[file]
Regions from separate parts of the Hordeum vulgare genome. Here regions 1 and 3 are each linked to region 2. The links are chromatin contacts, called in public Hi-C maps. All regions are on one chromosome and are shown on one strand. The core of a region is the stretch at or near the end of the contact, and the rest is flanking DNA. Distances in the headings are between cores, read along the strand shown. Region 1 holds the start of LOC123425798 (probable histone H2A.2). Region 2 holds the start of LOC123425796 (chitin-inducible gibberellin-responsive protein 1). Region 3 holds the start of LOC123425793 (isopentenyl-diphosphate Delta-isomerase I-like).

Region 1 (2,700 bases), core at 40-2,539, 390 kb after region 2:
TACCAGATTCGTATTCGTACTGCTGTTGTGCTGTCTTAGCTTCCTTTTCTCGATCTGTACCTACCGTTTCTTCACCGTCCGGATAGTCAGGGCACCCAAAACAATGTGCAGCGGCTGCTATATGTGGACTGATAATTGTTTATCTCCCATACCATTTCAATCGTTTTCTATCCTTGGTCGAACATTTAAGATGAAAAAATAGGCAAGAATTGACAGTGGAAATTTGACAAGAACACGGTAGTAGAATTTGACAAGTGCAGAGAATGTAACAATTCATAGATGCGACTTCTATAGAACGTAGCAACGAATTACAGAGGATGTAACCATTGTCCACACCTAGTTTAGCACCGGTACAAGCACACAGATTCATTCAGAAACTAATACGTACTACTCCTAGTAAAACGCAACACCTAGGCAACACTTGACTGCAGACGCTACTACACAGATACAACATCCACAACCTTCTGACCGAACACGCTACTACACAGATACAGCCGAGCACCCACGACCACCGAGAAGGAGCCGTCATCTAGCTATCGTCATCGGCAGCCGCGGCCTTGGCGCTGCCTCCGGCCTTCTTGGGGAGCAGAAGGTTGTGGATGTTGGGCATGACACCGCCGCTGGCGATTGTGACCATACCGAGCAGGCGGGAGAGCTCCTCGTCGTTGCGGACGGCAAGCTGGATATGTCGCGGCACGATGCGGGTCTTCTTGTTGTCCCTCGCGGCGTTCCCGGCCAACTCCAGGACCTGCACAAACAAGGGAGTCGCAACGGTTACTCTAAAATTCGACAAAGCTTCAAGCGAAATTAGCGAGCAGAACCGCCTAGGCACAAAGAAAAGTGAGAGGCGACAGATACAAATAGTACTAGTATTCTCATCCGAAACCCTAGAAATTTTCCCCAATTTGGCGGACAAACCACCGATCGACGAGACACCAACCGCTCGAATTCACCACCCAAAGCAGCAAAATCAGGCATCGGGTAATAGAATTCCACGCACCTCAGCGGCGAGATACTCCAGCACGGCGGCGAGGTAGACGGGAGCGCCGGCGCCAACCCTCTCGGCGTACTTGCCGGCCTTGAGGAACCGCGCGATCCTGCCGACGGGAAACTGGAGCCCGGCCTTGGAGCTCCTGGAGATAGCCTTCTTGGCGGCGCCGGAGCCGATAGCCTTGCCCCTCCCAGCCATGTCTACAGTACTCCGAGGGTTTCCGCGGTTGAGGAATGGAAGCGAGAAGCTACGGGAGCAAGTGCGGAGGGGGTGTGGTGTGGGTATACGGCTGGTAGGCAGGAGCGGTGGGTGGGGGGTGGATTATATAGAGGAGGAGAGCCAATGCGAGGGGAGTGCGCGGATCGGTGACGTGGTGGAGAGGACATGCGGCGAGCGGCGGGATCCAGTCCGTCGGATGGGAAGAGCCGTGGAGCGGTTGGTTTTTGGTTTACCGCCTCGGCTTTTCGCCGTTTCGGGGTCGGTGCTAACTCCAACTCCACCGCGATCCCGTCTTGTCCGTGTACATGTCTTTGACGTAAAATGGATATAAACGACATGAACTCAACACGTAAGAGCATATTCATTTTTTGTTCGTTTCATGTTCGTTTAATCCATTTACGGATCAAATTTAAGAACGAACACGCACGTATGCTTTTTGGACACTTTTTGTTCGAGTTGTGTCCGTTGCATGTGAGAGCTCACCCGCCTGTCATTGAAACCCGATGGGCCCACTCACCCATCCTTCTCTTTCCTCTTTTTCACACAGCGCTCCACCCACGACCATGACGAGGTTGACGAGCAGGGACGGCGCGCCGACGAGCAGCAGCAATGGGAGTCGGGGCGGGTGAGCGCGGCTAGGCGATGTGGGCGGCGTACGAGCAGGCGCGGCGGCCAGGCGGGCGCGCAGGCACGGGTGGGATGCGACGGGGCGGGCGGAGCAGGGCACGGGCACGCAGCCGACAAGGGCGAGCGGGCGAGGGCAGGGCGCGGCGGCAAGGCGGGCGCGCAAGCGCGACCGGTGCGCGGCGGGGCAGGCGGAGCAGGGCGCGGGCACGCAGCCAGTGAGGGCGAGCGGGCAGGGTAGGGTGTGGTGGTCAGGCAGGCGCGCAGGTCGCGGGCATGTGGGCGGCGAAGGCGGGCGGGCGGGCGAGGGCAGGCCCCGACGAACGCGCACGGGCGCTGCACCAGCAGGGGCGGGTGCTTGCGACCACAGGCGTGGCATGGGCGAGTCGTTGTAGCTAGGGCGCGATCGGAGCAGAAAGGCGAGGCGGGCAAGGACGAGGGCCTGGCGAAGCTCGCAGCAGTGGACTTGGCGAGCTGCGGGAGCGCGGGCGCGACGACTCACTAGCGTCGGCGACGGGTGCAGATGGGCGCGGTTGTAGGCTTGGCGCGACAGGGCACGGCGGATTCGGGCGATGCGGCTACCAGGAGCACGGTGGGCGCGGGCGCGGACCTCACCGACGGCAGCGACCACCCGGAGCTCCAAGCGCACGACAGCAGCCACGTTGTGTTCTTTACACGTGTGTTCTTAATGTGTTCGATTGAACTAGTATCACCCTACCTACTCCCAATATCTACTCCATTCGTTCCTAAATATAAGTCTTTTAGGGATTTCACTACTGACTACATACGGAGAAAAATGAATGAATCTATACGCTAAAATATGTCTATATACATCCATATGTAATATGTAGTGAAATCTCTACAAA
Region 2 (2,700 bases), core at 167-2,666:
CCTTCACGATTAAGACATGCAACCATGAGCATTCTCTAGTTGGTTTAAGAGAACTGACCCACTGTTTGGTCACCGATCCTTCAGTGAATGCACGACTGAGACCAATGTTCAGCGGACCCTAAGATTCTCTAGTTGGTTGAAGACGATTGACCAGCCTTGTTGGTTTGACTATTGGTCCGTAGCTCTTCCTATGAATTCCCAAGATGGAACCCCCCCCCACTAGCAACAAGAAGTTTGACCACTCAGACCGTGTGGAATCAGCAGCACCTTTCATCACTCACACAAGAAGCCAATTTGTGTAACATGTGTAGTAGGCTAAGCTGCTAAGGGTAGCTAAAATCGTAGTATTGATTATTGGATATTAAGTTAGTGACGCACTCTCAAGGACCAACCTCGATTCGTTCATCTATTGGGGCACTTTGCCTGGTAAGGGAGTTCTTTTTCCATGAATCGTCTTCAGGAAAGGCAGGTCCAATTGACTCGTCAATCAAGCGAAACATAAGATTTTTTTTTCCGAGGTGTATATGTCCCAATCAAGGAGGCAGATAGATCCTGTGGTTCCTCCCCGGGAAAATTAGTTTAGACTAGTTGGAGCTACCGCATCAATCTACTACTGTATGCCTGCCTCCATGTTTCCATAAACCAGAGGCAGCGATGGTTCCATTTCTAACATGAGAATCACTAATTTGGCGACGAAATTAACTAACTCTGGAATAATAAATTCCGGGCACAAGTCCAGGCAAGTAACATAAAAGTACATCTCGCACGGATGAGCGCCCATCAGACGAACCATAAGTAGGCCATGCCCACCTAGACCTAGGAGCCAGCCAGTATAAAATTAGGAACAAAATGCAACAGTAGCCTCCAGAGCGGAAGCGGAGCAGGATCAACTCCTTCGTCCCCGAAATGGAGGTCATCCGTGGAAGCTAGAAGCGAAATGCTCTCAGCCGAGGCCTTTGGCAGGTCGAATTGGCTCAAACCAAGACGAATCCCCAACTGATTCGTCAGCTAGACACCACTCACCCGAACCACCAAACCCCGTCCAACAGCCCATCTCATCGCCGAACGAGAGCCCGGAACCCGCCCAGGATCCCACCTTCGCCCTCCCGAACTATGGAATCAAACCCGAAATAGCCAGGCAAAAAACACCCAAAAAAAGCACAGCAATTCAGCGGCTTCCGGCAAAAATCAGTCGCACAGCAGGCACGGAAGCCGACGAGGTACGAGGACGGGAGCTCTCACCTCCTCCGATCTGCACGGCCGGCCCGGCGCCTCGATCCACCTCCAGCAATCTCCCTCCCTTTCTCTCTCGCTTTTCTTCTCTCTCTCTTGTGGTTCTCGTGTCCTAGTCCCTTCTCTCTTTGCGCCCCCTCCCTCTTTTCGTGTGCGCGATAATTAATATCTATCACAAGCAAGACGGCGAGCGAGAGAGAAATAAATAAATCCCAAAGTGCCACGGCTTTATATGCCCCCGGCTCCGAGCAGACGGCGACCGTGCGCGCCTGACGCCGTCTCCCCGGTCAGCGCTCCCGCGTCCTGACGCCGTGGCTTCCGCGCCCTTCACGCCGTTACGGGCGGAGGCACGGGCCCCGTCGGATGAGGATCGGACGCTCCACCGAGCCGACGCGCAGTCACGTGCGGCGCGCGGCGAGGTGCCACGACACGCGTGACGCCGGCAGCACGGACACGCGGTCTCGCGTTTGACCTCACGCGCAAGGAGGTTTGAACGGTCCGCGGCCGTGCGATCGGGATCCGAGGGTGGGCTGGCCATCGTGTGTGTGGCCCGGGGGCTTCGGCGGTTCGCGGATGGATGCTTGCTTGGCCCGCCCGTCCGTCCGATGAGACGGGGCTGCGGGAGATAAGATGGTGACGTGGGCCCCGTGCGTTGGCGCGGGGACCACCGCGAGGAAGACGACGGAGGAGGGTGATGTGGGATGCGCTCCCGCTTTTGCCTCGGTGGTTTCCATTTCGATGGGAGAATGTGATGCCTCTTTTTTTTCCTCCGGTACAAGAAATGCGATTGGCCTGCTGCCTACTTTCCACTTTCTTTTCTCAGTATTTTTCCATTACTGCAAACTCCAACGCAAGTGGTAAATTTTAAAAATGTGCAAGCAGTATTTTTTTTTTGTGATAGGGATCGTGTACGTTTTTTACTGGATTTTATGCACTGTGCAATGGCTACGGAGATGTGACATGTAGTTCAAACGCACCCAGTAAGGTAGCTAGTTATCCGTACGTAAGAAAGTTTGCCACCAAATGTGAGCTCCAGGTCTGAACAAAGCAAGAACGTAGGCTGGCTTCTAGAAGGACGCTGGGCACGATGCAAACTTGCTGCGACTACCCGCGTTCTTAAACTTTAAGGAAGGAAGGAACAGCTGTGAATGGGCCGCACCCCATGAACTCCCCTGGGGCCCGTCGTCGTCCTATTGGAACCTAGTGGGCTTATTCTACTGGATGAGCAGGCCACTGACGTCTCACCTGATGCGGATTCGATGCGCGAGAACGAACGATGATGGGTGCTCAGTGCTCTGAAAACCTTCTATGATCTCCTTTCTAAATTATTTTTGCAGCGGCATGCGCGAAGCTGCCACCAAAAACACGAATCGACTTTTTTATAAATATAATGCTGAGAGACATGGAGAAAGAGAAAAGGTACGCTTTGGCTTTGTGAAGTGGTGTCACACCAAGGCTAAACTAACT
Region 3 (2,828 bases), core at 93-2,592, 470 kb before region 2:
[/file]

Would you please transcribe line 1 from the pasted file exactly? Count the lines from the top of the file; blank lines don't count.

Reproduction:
Regions from separate parts of the Hordeum vulgare genome. Here regions 1 and 3 are each linked to region 2. The links are chromatin contacts, called in public Hi-C maps. All regions are on one chromosome and are shown on one strand. The core of a region is the stretch at or near the end of the contact, and the rest is flanking DNA. Distances in the headings are between cores, read along the strand shown. Region 1 holds the start of LOC123425798 (probable histone H2A.2). Region 2 holds the start of LOC123425796 (chitin-inducible gibberellin-responsive protein 1). Region 3 holds the start of LOC123425793 (isopentenyl-diphosphate Delta-isomerase I-like).